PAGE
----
Palau is an island nation which consists of about 340 islands with the most populated island being Koror. Its population is 17,948 people with a GDP of $293 million. Palau’s major economic activities include fishing, subsistence agriculture, and tourism. However, the country is still highly dependent on US financial aid to run its businesses. Most recently, there have been opportunities that aim at improving the economy of Palau. One of them is the airline services that it offers to the Philipines. In addition, the East Asian countries have also expressed their willingness to improve Palau’s transport network. These two factors could eventually lead to economic growth.
Federated states of Micronesia
The Federated states of Micronesia is an independent state which comprises of an excess of 600 islands. The country has a GDP of $322 million and the official language spoken is English. The main economic activities in the country are fishing and farming. There are also mineral deposits which can be exploited by the government or private investors. The main hindrances to economic development in the country are its remote location and inadequate facilities. Currently, the country depends on US financial aid as its basic source of government revenue.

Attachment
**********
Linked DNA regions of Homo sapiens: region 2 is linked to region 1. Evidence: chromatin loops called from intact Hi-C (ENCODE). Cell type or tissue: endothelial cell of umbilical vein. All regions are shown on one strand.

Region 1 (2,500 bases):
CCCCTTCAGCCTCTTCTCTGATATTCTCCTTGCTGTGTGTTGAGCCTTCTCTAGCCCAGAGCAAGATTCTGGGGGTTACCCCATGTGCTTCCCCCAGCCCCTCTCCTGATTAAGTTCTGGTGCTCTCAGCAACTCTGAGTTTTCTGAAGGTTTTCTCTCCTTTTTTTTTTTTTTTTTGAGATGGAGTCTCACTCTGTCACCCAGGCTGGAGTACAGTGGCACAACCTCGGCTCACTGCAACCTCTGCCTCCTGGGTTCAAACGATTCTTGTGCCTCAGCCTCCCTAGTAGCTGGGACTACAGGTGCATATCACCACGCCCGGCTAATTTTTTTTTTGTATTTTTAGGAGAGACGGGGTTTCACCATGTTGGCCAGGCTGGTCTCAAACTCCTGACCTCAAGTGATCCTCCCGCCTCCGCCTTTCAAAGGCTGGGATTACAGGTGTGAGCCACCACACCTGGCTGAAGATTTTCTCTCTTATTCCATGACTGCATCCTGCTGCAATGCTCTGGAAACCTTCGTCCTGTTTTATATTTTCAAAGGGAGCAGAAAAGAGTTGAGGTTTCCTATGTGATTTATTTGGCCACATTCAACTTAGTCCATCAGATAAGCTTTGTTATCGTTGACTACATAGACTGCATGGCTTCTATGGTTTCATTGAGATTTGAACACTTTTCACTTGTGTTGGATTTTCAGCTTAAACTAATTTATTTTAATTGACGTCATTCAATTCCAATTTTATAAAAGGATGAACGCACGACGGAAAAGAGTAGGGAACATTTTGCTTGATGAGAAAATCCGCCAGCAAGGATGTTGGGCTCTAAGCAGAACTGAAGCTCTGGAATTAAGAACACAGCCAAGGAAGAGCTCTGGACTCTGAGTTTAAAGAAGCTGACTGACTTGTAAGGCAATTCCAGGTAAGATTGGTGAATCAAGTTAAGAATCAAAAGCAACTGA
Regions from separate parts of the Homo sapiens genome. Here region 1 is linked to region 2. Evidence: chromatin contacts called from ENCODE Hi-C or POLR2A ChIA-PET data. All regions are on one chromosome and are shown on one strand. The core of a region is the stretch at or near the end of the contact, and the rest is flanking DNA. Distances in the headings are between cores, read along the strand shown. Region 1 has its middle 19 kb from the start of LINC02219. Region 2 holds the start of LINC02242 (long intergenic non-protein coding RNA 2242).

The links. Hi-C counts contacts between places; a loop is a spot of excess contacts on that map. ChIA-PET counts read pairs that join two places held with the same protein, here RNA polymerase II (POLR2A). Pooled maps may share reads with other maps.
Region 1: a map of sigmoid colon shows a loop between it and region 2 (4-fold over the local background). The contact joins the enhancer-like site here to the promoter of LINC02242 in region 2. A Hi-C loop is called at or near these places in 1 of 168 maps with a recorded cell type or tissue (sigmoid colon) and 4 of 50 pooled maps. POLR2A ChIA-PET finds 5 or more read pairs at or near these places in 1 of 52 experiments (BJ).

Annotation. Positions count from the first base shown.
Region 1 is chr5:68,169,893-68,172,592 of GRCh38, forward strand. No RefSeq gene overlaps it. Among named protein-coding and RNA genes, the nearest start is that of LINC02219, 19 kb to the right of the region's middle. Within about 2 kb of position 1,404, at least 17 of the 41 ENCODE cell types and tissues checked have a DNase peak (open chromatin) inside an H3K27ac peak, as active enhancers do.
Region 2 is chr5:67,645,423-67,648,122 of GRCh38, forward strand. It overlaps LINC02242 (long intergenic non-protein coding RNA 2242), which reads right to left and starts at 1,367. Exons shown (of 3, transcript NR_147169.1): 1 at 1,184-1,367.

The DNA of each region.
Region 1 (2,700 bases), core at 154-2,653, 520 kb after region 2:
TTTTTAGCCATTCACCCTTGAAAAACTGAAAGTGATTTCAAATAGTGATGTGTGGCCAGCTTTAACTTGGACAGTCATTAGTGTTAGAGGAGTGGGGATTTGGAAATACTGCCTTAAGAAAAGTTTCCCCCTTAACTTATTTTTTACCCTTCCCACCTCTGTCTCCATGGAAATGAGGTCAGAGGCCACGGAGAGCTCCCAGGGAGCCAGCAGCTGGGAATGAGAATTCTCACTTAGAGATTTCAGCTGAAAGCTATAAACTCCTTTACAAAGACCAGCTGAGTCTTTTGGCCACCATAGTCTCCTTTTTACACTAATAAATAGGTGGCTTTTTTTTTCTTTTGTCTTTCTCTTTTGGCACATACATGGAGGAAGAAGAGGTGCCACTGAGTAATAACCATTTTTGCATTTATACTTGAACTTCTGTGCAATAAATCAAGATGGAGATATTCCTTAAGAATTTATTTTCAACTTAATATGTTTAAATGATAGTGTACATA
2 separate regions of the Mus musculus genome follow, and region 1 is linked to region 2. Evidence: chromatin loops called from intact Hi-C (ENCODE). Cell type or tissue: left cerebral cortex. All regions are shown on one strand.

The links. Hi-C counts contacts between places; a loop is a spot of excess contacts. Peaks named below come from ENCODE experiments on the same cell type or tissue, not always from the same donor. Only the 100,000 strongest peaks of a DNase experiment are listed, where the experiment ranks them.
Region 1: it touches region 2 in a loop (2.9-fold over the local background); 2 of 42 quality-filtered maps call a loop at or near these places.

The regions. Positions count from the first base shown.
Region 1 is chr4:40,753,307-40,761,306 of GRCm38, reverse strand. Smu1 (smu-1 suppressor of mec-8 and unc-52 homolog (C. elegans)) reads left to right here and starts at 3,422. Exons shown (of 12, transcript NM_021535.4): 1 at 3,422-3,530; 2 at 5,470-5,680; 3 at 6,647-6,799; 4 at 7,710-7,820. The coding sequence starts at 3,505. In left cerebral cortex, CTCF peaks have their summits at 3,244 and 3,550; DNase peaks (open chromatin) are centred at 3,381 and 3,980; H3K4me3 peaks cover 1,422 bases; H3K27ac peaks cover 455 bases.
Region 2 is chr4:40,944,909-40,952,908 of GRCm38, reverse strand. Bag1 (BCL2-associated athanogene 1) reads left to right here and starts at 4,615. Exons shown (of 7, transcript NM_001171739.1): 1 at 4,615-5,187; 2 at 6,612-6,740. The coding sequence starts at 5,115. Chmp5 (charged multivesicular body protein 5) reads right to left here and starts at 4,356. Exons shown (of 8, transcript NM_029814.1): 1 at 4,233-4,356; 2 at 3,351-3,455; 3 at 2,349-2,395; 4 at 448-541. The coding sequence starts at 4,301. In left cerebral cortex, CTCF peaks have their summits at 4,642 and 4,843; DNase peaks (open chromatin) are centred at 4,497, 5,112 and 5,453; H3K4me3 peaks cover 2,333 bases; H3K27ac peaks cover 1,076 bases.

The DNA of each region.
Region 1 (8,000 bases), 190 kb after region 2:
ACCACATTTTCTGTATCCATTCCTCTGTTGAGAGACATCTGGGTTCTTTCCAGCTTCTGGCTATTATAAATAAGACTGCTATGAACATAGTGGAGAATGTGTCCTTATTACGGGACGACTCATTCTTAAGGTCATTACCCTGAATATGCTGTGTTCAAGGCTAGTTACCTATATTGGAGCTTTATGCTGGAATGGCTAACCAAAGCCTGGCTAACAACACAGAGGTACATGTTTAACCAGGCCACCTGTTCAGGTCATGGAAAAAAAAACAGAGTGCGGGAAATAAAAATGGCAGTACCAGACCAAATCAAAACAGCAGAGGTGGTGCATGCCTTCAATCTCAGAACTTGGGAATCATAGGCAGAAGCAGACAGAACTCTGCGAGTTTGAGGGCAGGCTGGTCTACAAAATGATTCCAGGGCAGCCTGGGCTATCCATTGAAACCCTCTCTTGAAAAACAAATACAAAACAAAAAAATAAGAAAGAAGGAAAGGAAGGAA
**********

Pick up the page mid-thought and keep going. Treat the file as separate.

São Tomè and Prìncipe
The GDP of São Tomè and Prìncipe is $350 million. It is an African island nation which was discovered by the Portuguese in the 15th Century. São Tomè and Prìncipe are known to have been a major center for the Atlantic slave trade before its abolishment. Its major economic activity is plantation agriculture with cocoa being the main cash crop and export. In the 1990s, the country’s economy experienced challenges as a result of the decrease in value and volume of cocoa exports. Currently, São Tomè and Prìncipe are engaging in ways of improving its economy such as diversification of exports, investing in the tourism sector and exploring petroleum.